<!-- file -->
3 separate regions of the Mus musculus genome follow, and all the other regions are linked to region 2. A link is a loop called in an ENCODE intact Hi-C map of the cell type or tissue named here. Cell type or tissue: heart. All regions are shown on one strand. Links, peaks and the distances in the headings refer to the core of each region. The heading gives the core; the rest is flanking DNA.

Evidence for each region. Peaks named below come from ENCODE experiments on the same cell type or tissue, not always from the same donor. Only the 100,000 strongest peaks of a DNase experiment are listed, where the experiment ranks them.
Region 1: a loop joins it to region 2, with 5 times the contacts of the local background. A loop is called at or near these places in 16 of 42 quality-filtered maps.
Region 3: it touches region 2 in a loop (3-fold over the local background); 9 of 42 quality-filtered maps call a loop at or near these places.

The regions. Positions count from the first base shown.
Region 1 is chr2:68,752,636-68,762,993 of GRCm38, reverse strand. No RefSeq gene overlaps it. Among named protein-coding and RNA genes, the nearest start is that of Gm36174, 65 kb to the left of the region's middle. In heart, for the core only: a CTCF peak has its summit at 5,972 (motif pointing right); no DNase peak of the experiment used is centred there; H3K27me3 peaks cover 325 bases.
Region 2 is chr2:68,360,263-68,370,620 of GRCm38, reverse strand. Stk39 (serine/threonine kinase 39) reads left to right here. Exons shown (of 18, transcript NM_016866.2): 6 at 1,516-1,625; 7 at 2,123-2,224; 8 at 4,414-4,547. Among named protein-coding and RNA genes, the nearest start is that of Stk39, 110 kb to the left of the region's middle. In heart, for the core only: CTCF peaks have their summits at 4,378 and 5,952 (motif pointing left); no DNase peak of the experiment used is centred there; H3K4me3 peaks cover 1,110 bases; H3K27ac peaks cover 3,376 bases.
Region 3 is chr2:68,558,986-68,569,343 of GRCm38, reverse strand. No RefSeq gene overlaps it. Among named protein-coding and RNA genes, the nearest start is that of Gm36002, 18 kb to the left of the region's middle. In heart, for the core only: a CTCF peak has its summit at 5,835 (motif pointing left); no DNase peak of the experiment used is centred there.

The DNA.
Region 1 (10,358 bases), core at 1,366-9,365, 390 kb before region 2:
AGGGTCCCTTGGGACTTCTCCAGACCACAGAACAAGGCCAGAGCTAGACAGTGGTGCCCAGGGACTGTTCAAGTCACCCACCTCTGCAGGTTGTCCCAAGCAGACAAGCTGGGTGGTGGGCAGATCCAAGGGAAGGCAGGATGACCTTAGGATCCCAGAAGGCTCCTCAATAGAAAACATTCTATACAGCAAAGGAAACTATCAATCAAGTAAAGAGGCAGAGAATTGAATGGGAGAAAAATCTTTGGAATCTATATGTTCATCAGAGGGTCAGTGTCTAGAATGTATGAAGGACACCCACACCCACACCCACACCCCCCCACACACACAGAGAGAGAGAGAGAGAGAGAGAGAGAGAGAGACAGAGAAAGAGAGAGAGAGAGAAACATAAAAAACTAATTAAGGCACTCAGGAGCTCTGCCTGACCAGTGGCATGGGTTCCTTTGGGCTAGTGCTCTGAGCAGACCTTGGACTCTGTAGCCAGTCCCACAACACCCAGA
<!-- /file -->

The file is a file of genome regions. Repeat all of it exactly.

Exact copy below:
3 separate regions of the Mus musculus genome follow, and all the other regions are linked to region 2. A link is a loop called in an ENCODE intact Hi-C map of the cell type or tissue named here. Cell type or tissue: heart. All regions are shown on one strand. Links, peaks and the distances in the headings refer to the core of each region. The heading gives the core; the rest is flanking DNA.

Evidence for each region. Peaks named below come from ENCODE experiments on the same cell type or tissue, not always from the same donor. Only the 100,000 strongest peaks of a DNase experiment are listed, where the experiment ranks them.
Region 1: a loop joins it to region 2, with 5 times the contacts of the local background. A loop is called at or near these places in 16 of 42 quality-filtered maps.
Region 3: it touches region 2 in a loop (3-fold over the local background); 9 of 42 quality-filtered maps call a loop at or near these places.

The regions. Positions count from the first base shown.
Region 1 is chr2:68,752,636-68,762,993 of GRCm38, reverse strand. No RefSeq gene overlaps it. Among named protein-coding and RNA genes, the nearest start is that of Gm36174, 65 kb to the left of the region's middle. In heart, for the core only: a CTCF peak has its summit at 5,972 (motif pointing right); no DNase peak of the experiment used is centred there; H3K27me3 peaks cover 325 bases.
Region 2 is chr2:68,360,263-68,370,620 of GRCm38, reverse strand. Stk39 (serine/threonine kinase 39) reads left to right here. Exons shown (of 18, transcript NM_016866.2): 6 at 1,516-1,625; 7 at 2,123-2,224; 8 at 4,414-4,547. Among named protein-coding and RNA genes, the nearest start is that of Stk39, 110 kb to the left of the region's middle. In heart, for the core only: CTCF peaks have their summits at 4,378 and 5,952 (motif pointing left); no DNase peak of the experiment used is centred there; H3K4me3 peaks cover 1,110 bases; H3K27ac peaks cover 3,376 bases.
Region 3 is chr2:68,558,986-68,569,343 of GRCm38, reverse strand. No RefSeq gene overlaps it. Among named protein-coding and RNA genes, the nearest start is that of Gm36002, 18 kb to the left of the region's middle. In heart, for the core only: a CTCF peak has its summit at 5,835 (motif pointing left); no DNase peak of the experiment used is centred there.

The DNA.
Region 1 (10,358 bases), core at 1,366-9,365, 390 kb before region 2:
AGGGTCCCTTGGGACTTCTCCAGACCACAGAACAAGGCCAGAGCTAGACAGTGGTGCCCAGGGACTGTTCAAGTCACCCACCTCTGCAGGTTGTCCCAAGCAGACAAGCTGGGTGGTGGGCAGATCCAAGGGAAGGCAGGATGACCTTAGGATCCCAGAAGGCTCCTCAATAGAAAACATTCTATACAGCAAAGGAAACTATCAATCAAGTAAAGAGGCAGAGAATTGAATGGGAGAAAAATCTTTGGAATCTATATGTTCATCAGAGGGTCAGTGTCTAGAATGTATGAAGGACACCCACACCCACACCCACACCCCCCCACACACACAGAGAGAGAGAGAGAGAGAGAGAGAGAGAGAGACAGAGAAAGAGAGAGAGAGAGAAACATAAAAAACTAATTAAGGCACTCAGGAGCTCTGCCTGACCAGTGGCATGGGTTCCTTTGGGCTAGTGCTCTGAGCAGACCTTGGACTCTGTAGCCAGTCCCACAACACCCAGA